For any of the twelve of you who visited my website since its creation, the background art has changed. I commissioned Zach Bradley to take a scene from my book, and bring it to life.
I am a fan of the work of guys like Alan Lee, John Howe, and Roger Dean. And, as you can imagine, there's no way I could afford any of those individuals to conceptualize work from my book. I make a good living. I don't make THAT good of a living.
I originally saw Zach in a comics drawing contest on YouTube. While a comic artist, his work had a quality to it that reminded me a little of the artists I mentioned earlier. And I'll be honest-- having someone read a chapter or two from your work, and draw it as they see it is more nerve-wracking than it sounds. You don't know if they'll see what you saw as you hammered out the words, trying to describe that picture in your head. Then you'll quietly wonder what you'll say when the samples come back, and you don't like what you see.
When Zach presented to me four rough sketches for me to select, I really had a hard time choosing. They were better than I imagined! When I showed them to my wife, she was excited. And, I'll be honest, we had a hard time choosing just one. But our choice was clear. What you see is what Frankie saw when he gazed out of that window in the tower, and realized that he wasn't anywhere near home.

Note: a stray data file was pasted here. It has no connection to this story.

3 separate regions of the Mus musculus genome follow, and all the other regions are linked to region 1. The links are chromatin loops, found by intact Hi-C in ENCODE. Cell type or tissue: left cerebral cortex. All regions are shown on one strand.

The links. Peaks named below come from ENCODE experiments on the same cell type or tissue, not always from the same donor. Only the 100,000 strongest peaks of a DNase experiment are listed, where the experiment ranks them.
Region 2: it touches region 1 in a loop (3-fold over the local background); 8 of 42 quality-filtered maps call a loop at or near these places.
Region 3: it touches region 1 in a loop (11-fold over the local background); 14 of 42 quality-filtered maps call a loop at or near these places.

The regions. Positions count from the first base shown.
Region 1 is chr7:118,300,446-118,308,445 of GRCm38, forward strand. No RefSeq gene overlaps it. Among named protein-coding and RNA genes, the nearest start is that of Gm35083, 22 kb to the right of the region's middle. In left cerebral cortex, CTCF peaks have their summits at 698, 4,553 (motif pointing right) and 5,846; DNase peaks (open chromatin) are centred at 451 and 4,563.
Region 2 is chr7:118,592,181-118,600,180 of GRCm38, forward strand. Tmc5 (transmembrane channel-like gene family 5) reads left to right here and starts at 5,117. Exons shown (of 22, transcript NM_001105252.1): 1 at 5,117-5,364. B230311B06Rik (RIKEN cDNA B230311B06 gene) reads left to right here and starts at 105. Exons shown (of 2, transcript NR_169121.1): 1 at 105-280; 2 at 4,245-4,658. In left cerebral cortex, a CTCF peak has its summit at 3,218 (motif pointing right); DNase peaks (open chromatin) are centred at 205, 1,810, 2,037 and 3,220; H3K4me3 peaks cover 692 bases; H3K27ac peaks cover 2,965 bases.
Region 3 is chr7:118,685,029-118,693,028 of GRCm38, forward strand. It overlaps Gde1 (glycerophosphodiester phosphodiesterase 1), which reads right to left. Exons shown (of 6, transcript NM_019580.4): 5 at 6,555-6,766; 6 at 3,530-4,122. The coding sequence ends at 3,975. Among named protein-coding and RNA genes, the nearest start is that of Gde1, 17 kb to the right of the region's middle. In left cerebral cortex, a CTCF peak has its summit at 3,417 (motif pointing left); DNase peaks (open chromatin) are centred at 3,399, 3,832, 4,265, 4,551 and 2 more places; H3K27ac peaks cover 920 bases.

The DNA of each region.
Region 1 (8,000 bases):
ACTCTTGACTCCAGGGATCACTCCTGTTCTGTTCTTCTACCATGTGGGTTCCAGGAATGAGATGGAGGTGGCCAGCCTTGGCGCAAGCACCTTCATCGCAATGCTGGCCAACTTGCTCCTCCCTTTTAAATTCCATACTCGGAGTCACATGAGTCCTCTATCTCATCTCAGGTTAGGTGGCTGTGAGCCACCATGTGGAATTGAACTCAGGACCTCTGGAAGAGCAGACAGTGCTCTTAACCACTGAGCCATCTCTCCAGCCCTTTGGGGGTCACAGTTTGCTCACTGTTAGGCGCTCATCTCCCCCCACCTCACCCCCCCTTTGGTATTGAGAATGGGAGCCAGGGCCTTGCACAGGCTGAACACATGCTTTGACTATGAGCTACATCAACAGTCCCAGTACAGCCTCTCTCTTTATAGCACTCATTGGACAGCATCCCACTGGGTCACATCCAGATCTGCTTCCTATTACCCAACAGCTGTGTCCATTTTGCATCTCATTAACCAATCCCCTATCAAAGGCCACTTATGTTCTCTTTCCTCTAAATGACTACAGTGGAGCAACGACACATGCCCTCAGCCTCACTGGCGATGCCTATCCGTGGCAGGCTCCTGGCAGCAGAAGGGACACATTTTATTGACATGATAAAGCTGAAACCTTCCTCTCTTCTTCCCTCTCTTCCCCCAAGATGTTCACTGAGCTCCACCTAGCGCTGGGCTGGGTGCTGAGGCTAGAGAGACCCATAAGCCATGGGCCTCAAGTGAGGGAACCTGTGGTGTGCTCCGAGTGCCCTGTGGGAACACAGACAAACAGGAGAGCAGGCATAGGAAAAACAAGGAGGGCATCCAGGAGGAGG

Maybe it was fate when the rough sketches came in. I mean, I tend to present a stiff upper lip when it comes to trying to move a project forward. Yet, only a day before, I was about as down in the dumps as you could get. I'm sending out submissions, and really not getting any bites. The longer things go on, with no one showing interest, you start to wonder if its all worth it. If agents are passing you by, what's to say readers won't as well?
I give my wife credit in that she's a constant source of support. She's convinced I have something special here, and she would know. My wife is the reader in the family. But still, the silence from agents, or the prospect of that hard road of self-publishing, and it does starts to pull you down.
Then I saw Frankie looking out that tower window, for the first time since I wrote those lines.
Zach's drawing gave my work a new life. It also lifted my sagging spirits. He saw what I saw; the image in my mind. A simple image that represents shock, and wonder, and confusion all rolled into one. A single moment in time when Frankie realized that this probably wasn't a hallucination, but real. And from that moment on, things were never going to be the same again.
Anyhow, it's on display for you to see.